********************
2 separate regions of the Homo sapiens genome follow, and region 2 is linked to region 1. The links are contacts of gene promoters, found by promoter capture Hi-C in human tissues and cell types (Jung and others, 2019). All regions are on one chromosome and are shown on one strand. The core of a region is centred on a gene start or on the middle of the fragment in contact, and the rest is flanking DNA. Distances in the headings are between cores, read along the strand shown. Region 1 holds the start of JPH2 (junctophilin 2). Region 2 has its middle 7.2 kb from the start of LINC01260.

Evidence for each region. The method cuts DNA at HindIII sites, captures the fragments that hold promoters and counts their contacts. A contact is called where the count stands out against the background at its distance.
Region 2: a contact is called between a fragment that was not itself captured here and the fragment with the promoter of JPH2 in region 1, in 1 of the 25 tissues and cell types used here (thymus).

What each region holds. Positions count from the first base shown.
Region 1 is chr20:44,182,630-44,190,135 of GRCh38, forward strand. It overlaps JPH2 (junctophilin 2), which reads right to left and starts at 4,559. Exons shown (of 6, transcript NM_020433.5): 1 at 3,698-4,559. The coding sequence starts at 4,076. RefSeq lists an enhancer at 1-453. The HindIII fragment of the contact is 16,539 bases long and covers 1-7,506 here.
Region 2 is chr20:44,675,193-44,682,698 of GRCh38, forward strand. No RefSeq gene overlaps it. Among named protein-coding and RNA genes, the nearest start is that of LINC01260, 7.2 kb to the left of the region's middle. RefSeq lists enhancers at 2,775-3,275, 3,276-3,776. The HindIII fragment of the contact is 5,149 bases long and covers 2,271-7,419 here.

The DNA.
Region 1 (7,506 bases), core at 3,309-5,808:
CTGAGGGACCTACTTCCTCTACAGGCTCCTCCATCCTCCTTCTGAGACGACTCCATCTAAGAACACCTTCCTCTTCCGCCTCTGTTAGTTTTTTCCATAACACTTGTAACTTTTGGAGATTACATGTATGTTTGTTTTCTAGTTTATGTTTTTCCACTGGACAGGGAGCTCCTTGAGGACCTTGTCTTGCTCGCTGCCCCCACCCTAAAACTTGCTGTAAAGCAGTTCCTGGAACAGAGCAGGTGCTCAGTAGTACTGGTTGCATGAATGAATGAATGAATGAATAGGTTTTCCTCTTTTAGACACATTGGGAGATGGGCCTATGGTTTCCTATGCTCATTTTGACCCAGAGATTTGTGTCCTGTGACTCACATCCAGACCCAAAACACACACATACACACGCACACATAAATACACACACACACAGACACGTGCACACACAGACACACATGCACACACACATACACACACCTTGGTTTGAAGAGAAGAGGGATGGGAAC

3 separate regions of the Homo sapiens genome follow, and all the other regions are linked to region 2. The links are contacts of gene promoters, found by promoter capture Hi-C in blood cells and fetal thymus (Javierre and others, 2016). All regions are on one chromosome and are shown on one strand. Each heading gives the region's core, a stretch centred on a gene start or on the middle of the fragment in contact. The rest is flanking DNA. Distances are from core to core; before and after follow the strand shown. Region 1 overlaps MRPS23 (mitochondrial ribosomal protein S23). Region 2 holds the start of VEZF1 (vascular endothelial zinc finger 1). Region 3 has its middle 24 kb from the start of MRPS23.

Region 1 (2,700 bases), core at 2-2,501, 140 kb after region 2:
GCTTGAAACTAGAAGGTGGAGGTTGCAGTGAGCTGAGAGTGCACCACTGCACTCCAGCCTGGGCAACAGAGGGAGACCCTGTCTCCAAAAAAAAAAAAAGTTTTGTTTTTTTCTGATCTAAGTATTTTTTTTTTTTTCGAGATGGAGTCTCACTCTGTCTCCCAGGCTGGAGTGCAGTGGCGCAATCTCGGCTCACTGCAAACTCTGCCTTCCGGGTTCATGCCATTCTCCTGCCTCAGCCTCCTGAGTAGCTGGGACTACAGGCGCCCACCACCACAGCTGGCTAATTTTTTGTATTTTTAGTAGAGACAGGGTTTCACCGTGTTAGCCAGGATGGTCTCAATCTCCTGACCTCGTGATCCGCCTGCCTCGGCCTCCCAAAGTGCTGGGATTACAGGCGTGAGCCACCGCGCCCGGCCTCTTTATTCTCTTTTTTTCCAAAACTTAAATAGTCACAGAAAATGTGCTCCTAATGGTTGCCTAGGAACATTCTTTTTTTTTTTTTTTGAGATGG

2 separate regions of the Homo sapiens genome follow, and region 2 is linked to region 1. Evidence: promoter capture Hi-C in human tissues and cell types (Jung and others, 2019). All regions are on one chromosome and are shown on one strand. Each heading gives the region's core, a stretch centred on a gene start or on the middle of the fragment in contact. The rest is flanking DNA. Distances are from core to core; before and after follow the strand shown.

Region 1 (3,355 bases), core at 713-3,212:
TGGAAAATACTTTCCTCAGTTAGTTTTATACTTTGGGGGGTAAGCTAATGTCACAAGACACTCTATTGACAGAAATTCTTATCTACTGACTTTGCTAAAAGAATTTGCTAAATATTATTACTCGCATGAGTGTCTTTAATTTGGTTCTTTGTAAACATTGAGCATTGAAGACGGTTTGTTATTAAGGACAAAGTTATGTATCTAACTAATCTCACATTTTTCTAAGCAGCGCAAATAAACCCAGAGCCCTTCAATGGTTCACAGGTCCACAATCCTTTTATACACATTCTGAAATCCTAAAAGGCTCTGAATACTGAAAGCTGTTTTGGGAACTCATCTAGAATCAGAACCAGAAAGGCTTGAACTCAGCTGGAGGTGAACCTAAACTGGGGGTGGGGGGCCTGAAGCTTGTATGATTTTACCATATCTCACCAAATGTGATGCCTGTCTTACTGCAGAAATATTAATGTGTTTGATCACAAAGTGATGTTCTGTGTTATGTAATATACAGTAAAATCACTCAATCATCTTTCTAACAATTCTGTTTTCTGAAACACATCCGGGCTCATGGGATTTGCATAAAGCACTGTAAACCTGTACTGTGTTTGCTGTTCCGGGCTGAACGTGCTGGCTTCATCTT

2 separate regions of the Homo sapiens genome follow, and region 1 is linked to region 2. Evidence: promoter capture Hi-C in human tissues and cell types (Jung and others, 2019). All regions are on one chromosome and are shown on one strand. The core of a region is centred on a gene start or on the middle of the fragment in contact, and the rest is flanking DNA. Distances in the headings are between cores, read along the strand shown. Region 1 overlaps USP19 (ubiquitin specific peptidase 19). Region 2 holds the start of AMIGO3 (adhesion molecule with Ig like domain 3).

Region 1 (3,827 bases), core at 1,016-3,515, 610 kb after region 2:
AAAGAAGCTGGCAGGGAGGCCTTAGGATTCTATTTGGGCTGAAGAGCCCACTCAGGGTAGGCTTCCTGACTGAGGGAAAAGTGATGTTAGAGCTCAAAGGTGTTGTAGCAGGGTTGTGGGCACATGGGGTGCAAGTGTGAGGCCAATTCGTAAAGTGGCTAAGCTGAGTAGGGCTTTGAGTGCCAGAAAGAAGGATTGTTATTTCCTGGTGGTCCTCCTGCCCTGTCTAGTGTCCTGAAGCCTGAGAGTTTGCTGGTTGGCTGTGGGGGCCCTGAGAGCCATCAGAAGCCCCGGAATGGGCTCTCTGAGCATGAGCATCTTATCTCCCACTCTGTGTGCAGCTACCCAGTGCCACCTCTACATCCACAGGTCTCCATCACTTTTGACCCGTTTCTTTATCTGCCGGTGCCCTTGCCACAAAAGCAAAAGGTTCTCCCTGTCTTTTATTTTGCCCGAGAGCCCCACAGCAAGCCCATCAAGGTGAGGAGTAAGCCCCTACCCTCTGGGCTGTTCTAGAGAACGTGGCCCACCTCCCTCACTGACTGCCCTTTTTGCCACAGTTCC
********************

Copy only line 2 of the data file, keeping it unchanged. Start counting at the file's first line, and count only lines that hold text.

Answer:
Evidence for each region. The method cuts DNA at HindIII sites, captures the fragments that hold promoters and counts their contacts. A contact is called where the count stands out against the background at its distance.